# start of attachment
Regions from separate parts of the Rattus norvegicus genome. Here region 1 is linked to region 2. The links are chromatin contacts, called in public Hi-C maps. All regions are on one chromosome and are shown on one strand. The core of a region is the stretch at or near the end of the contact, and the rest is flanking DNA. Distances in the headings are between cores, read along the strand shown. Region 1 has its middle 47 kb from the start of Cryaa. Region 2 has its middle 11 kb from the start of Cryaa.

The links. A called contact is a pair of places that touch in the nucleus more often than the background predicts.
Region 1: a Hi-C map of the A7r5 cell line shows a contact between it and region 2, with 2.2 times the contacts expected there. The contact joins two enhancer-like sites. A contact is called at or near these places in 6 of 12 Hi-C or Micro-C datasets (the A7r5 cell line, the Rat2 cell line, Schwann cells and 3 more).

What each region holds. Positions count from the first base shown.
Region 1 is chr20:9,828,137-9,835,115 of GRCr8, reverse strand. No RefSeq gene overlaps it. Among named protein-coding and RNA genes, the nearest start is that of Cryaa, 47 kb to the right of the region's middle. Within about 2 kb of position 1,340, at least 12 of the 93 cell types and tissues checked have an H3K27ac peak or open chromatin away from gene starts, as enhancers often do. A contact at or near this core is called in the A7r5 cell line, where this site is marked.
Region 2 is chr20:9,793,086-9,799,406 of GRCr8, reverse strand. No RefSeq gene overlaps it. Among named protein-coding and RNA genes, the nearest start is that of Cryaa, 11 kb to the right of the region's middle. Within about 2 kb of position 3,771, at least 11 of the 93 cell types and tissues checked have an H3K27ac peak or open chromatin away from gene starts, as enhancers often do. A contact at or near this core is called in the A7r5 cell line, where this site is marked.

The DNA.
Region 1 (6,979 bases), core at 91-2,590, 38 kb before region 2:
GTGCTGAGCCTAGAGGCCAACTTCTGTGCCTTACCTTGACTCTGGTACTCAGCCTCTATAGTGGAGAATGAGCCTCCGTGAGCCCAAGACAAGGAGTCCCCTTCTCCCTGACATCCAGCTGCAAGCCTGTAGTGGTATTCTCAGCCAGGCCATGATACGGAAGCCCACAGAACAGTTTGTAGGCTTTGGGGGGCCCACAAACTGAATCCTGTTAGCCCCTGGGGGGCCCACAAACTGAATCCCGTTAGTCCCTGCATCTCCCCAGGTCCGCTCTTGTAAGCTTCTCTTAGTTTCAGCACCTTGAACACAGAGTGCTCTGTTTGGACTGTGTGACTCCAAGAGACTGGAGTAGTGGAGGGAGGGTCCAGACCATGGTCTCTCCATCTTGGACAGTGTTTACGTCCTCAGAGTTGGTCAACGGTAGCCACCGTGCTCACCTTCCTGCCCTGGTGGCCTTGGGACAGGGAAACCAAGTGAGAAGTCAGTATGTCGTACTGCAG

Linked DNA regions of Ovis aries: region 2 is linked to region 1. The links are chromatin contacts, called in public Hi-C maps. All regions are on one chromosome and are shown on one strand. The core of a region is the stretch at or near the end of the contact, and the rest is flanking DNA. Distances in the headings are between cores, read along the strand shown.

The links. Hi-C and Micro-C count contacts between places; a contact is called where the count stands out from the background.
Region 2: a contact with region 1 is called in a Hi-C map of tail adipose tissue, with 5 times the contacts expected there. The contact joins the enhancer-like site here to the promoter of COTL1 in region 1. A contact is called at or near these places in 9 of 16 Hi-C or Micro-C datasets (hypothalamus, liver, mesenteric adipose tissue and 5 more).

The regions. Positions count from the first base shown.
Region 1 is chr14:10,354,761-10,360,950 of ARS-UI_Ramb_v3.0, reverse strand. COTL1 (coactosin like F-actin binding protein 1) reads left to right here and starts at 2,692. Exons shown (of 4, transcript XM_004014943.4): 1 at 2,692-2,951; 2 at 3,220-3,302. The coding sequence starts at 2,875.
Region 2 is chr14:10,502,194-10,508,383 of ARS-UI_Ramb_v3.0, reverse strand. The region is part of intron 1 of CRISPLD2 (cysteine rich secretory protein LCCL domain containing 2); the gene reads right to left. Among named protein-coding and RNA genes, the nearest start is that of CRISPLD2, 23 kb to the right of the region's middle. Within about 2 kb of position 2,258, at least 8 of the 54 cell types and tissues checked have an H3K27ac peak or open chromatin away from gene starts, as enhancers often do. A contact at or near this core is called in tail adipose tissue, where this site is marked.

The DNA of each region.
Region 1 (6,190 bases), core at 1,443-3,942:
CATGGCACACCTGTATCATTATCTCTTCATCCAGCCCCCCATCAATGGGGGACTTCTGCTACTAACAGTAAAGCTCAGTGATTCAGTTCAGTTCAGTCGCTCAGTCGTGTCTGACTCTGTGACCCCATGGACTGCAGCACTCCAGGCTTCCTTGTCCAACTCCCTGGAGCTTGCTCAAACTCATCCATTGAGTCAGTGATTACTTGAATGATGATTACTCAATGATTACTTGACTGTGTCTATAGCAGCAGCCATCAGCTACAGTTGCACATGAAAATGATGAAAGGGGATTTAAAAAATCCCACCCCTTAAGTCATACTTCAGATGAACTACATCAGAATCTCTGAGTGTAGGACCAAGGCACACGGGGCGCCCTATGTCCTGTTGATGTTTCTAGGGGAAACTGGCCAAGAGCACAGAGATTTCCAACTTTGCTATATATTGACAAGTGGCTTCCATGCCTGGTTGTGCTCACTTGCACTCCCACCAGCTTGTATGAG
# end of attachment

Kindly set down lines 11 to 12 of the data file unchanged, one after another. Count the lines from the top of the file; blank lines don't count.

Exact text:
The links. Hi-C and Micro-C count contacts between places; a contact is called where the count stands out from the background.
Region 2: a contact with region 1 is called in a Hi-C map of tail adipose tissue, with 5 times the contacts expected there. The contact joins the enhancer-like site here to the promoter of COTL1 in region 1. A contact is called at or near these places in 9 of 16 Hi-C or Micro-C datasets (hypothalamus, liver, mesenteric adipose tissue and 5 more).